The Imperial Political Elite Establishment’s Strategies for Protecting British Power

The Imperial Political Elite Establishment’s Strategies for Protecting British Power

When the Labour Government came to office, in 1945, Britain was still involved in vast areas of the world – the Far East, the Middle East, Europe, and elsewhere, but, she was facing mounting economic pressures. Therefor, having had a substantial programme of domestic reforms ahead of it, the incoming Labour Government struggled to decide on Britain’s future role. As Bernard Porter has put it, Labour’s plan for the decolonisation of the Empire was “the letting go of what, after a war, just could not be held.”40

The Labour Government’s ‘giving up of the Empire’ did not mean the end of British influence in the former colonies. It has to be put into the context of a development approach to the colonies, “which would put real flesh on to the old bones of trusteeship.”41 The idea of colonial development was essentially based upon shrewd economic considerations, being aimed at retaining Britain’s trading and financial role in the former colonies and, as a result, maintaining Britain’s economic and political position as a world power. The Labour political elite achieved this by developing the British Commonwealth into the Modern Commonwealth ‘club’, which was defined in Chapter Three. It happened essentially because after the War Britain was no longer able to defend its colonial rule. This had been foreseen a long time before the end of World War Two, by both the Conservatives and the Labour politicians – especially by the progressive Conservatives such as Oliver Stanley, the wartime Colonial Secretary, and Andrew Cohen, later to be the Governor of Uganda. In fact, the Labour Government’s development policies for the colonies had been laid down by the Colonial Development and Welfare Act of 1940 and its successor in 1945, both products of the war-time coalition. Therefore, the Modern Commonwealth continued the imperial connection. It is reinforced and valued among the newly independent countries by the economic development incentive brought about by the Colonial Development Act. The member countries of this ‘club’, as a result, are responsible for their own defence. Hence Britain’s economic interests in the former colonies were protected, whilst she reduced the cost of defence. Moreover, Britain, being an important capitalist country, by winning support from the colonial countries moving towards independence, deterred the influence of Communism and prevented other western countries moving in. It could be said that since the Second World War giving of aid has become part of international diplomacy.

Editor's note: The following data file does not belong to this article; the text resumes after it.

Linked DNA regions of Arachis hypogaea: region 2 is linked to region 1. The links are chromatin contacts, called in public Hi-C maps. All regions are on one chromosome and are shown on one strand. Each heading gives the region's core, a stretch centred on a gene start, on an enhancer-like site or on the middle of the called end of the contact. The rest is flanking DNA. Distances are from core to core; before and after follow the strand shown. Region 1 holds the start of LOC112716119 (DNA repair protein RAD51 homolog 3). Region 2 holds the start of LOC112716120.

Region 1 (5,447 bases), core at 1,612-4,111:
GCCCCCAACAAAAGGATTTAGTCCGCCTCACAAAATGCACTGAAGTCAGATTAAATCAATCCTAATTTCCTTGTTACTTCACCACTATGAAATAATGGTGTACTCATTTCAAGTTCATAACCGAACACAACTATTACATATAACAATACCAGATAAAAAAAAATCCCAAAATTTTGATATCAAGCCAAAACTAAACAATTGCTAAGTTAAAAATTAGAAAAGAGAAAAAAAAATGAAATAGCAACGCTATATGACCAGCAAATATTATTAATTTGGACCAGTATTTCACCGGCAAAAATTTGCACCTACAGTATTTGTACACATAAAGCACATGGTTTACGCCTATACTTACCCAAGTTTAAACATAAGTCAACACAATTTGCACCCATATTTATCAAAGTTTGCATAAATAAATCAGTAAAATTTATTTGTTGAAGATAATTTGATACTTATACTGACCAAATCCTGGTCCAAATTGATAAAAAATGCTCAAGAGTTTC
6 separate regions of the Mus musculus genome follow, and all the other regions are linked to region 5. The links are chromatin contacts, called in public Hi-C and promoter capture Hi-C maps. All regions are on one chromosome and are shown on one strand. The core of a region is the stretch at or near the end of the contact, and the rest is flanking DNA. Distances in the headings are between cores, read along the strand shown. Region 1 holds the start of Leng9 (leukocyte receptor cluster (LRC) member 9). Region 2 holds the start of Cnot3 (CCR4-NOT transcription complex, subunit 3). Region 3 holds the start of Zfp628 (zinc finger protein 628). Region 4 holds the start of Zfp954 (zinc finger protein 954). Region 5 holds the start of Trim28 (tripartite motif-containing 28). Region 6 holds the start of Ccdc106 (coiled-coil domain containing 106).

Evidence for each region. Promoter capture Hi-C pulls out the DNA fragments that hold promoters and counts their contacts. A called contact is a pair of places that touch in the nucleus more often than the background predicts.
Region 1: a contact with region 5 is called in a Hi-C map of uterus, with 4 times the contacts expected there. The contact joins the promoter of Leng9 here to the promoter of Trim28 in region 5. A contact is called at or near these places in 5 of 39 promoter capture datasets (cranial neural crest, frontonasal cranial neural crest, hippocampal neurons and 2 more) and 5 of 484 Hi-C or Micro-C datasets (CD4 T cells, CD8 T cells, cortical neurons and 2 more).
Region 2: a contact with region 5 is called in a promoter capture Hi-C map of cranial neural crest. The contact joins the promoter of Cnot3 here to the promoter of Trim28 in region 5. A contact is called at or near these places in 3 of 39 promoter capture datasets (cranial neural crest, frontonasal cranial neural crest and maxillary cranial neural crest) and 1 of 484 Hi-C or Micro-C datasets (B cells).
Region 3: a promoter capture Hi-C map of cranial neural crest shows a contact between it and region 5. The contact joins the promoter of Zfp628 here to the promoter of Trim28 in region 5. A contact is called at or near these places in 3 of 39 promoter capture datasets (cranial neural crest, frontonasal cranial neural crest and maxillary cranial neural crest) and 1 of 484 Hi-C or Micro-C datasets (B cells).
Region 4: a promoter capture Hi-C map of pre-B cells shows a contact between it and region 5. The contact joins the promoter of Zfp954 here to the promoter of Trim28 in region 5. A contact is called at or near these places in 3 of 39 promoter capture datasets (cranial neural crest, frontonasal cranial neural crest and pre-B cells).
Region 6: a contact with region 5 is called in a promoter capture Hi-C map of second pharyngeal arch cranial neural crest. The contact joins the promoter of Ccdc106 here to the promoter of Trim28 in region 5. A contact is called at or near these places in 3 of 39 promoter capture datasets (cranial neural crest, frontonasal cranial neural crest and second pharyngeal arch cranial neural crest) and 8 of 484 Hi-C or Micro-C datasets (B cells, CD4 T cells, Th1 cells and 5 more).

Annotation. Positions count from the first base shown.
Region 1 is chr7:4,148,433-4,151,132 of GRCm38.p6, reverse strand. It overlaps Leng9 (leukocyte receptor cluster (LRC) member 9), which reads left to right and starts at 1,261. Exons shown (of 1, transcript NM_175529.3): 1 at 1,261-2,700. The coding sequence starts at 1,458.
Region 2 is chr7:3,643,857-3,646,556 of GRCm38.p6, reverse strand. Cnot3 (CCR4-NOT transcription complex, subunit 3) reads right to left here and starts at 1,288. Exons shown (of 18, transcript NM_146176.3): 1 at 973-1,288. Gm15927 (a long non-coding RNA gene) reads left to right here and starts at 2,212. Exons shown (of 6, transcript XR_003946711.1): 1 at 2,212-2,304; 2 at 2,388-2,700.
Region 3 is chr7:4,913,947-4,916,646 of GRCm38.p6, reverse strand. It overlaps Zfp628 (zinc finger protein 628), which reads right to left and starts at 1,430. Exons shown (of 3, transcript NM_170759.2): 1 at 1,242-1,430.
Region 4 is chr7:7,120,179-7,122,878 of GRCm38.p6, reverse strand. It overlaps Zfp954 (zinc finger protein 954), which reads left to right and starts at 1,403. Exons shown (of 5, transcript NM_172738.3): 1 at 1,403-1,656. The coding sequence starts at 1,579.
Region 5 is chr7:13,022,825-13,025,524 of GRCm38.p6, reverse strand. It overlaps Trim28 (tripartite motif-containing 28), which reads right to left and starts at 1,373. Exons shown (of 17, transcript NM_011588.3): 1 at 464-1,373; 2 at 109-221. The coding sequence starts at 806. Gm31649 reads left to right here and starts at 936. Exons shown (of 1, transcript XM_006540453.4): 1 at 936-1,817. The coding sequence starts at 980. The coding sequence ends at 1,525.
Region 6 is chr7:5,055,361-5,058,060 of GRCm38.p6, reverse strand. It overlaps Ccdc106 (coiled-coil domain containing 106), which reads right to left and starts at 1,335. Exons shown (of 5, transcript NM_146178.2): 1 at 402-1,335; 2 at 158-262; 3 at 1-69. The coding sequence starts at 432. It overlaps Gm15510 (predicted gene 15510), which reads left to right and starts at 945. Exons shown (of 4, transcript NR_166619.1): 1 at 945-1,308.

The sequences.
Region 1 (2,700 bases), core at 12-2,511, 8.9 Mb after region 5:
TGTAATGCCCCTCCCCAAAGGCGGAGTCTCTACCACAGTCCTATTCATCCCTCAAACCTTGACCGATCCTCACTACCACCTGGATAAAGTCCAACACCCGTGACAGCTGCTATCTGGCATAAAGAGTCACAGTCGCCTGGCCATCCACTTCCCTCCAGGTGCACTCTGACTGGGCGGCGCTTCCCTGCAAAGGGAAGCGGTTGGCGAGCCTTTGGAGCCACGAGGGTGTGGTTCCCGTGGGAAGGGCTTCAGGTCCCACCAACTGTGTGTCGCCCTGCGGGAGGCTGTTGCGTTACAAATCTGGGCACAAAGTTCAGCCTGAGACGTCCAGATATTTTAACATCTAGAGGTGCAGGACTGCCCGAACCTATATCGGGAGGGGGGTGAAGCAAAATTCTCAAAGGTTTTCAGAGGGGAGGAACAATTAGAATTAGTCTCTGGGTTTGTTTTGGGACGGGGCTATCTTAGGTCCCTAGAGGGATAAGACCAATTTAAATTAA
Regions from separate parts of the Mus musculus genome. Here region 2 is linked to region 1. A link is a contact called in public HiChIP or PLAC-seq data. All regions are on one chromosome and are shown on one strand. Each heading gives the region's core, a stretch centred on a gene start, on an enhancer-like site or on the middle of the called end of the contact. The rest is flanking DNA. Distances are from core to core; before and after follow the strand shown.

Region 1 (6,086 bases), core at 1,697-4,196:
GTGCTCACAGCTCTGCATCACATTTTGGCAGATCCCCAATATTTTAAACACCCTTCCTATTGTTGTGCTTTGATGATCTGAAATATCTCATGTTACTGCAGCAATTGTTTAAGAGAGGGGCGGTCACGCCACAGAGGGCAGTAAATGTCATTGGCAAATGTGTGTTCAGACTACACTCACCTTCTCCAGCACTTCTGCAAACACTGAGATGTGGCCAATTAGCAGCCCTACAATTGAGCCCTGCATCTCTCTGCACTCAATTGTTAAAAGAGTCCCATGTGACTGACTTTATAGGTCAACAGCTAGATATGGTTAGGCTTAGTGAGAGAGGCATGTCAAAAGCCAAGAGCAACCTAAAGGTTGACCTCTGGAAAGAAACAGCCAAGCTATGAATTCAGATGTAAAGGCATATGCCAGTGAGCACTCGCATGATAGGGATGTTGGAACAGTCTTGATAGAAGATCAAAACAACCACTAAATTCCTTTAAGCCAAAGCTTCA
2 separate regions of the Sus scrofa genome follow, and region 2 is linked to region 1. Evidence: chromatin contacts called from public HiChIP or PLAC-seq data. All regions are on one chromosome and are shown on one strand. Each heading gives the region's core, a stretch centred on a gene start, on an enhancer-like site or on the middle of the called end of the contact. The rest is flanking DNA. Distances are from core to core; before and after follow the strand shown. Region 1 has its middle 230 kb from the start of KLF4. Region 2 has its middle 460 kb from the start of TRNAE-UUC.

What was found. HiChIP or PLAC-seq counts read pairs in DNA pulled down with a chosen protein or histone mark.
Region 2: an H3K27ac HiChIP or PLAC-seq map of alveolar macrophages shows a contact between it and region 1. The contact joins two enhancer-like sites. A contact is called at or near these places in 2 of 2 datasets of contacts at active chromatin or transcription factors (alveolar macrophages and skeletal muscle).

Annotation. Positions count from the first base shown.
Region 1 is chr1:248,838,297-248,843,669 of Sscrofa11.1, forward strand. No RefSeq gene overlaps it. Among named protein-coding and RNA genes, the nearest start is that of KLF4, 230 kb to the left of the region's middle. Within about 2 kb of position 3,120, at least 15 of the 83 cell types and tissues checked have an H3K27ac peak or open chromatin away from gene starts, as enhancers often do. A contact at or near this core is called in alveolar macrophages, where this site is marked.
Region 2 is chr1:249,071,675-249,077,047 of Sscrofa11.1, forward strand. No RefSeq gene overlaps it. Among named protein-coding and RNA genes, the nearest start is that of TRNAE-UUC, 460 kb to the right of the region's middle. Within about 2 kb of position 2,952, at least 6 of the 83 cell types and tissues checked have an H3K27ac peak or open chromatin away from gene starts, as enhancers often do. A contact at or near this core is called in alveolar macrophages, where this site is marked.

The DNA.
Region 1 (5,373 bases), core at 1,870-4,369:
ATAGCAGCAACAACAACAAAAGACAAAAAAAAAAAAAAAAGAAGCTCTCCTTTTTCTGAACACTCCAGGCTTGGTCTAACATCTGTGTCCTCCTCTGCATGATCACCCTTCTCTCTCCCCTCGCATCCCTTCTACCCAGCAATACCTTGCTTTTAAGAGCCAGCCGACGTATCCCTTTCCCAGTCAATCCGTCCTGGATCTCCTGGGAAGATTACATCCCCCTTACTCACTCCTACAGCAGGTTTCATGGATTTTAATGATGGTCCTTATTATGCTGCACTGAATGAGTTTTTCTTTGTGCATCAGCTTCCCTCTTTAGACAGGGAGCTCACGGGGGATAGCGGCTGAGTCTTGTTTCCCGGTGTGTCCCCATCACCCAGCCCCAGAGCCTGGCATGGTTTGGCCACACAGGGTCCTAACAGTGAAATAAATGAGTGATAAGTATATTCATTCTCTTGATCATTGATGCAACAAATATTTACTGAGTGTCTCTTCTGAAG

It was in the Sinhalese capital of Colombo that Ernest Bevin had his final achievement as Foreign Secretary. It was in this, the first ever meeting of the Commonwealth Foreign Ministers, that the Colonial Development Act of 1940 became officially the Commonwealth Development Corporation and the British equivalent, for the Commonwealth, of the Marshall Plan – the Colombo Plan – was established. The meeting in Colombo had taken place in 1950, and, in the following year, Bevin stepped down as Foreign Secretary.

British thus managed to maintain her political and financial interests and prevented the Empire from a total disintegration, by establishing the Modern Commonwealth.

The second half of Britain’s priorities now was defence. Although the members of the Commonwealth became responsible for their own defence, they still remained exposed to Communism’s influence, particularly in the face of the split between Russia and the West after the war. Moreover, Britain’s economic weakness gave her a handicap in keeping up with military, and especially atomic, weapon technology.

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